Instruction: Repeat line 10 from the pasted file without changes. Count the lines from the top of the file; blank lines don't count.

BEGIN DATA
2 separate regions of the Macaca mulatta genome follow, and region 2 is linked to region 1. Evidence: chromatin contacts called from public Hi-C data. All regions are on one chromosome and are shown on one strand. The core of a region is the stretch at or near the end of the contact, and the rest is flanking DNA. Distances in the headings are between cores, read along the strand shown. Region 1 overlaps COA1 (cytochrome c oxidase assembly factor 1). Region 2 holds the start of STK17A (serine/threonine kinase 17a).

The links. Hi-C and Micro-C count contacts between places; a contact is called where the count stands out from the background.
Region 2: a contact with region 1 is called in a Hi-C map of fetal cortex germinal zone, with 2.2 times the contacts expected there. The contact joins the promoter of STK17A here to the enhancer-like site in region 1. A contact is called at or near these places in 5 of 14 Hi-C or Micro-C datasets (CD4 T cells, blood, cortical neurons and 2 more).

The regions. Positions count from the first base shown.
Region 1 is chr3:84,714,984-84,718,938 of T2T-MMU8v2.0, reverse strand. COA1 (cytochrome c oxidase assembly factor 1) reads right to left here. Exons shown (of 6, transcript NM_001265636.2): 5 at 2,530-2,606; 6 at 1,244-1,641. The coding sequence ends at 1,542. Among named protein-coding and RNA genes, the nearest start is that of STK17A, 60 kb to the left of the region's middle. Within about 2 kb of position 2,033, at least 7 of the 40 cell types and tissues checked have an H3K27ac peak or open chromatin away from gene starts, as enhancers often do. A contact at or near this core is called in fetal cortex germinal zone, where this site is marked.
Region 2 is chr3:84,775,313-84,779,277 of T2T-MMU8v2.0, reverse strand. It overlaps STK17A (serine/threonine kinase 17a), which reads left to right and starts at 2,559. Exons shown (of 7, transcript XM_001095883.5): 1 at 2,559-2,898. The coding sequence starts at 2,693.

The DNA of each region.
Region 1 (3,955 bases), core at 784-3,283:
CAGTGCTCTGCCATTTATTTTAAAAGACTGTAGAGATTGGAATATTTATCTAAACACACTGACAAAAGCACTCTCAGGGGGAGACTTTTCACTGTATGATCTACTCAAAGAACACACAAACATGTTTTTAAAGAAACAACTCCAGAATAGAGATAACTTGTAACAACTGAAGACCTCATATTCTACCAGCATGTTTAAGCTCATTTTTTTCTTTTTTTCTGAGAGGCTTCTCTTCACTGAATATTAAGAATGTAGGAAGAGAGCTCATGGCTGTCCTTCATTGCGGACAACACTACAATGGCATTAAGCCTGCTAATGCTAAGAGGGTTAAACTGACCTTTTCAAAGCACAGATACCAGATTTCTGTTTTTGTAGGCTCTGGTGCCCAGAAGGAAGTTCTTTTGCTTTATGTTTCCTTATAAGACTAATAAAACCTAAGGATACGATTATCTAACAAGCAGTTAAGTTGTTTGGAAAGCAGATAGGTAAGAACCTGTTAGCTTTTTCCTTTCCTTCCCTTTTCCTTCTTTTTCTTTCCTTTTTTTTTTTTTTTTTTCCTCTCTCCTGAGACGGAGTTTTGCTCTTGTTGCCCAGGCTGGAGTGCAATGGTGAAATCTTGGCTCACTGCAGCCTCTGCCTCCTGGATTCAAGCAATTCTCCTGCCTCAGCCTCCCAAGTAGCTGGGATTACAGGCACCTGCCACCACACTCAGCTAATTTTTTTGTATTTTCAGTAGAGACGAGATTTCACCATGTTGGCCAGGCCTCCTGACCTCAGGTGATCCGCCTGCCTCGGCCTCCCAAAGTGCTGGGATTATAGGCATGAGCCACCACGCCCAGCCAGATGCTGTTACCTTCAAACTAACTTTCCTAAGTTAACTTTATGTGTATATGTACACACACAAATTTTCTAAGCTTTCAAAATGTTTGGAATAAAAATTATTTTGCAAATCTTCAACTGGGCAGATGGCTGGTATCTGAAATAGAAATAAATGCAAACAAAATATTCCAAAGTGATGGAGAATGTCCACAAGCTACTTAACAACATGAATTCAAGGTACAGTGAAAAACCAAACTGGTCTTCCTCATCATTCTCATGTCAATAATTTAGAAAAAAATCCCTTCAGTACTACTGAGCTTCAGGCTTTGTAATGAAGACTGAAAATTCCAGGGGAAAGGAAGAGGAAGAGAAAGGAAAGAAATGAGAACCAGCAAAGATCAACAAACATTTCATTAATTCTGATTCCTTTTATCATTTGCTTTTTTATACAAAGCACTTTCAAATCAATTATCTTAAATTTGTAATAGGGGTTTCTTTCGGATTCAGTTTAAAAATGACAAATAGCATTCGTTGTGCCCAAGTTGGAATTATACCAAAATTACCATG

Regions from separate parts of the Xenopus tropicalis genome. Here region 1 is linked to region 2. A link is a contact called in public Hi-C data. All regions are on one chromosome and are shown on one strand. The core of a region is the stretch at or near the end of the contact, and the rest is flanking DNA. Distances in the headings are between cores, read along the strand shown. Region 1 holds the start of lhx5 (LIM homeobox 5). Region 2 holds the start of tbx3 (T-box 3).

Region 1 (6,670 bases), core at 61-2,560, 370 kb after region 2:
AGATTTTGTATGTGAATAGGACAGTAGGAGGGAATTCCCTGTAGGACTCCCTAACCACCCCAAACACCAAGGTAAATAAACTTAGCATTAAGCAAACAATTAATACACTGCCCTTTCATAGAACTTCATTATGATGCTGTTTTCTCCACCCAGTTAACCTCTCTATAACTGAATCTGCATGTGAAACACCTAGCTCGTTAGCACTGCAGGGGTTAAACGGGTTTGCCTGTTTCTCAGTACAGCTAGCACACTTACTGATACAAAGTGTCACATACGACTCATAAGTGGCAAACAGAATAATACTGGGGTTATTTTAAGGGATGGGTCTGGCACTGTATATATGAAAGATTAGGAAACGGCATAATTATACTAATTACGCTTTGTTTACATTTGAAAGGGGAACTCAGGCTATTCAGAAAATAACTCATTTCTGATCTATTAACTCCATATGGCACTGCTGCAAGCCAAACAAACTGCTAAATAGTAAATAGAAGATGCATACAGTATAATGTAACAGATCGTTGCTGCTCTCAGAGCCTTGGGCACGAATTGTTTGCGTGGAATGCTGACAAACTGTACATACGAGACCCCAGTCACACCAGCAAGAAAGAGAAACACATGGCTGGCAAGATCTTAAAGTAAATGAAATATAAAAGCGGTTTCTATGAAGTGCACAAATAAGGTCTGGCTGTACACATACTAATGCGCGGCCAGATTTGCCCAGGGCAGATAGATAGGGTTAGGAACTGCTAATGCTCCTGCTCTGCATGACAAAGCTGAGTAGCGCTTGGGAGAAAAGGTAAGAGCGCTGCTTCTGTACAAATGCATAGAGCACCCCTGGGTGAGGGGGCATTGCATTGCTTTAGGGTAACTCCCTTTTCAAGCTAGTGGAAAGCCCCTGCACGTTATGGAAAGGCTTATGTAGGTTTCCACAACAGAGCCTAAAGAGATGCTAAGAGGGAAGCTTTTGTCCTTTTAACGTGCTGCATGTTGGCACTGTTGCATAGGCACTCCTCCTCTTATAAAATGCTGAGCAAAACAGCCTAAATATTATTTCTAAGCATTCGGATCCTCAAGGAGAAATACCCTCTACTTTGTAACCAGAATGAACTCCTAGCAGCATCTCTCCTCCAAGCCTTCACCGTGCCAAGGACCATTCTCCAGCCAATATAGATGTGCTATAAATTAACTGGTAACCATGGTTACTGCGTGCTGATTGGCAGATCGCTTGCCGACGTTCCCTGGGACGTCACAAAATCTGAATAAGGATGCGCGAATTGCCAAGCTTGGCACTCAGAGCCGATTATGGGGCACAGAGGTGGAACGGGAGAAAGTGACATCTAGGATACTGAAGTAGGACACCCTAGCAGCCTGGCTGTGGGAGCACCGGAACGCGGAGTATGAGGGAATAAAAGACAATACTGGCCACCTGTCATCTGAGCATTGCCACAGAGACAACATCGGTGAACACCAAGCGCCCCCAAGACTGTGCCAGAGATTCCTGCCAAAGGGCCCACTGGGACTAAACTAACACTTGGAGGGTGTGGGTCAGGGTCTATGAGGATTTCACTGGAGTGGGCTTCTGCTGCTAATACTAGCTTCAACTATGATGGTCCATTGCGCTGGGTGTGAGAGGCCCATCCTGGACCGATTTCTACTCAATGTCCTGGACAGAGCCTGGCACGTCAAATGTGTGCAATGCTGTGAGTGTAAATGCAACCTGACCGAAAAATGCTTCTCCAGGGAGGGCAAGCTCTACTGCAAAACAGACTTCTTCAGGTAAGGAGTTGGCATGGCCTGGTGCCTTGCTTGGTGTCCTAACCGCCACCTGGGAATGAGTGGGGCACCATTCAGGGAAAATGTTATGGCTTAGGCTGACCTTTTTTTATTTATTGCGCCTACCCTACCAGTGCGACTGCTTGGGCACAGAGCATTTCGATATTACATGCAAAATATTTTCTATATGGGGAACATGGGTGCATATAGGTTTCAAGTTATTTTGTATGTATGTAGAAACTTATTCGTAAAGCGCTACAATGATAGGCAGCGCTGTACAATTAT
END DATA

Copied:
Regions from separate parts of the Xenopus tropicalis genome. Here region 1 is linked to region 2. A link is a contact called in public Hi-C data. All regions are on one chromosome and are shown on one strand. The core of a region is the stretch at or near the end of the contact, and the rest is flanking DNA. Distances in the headings are between cores, read along the strand shown. Region 1 holds the start of lhx5 (LIM homeobox 5). Region 2 holds the start of tbx3 (T-box 3).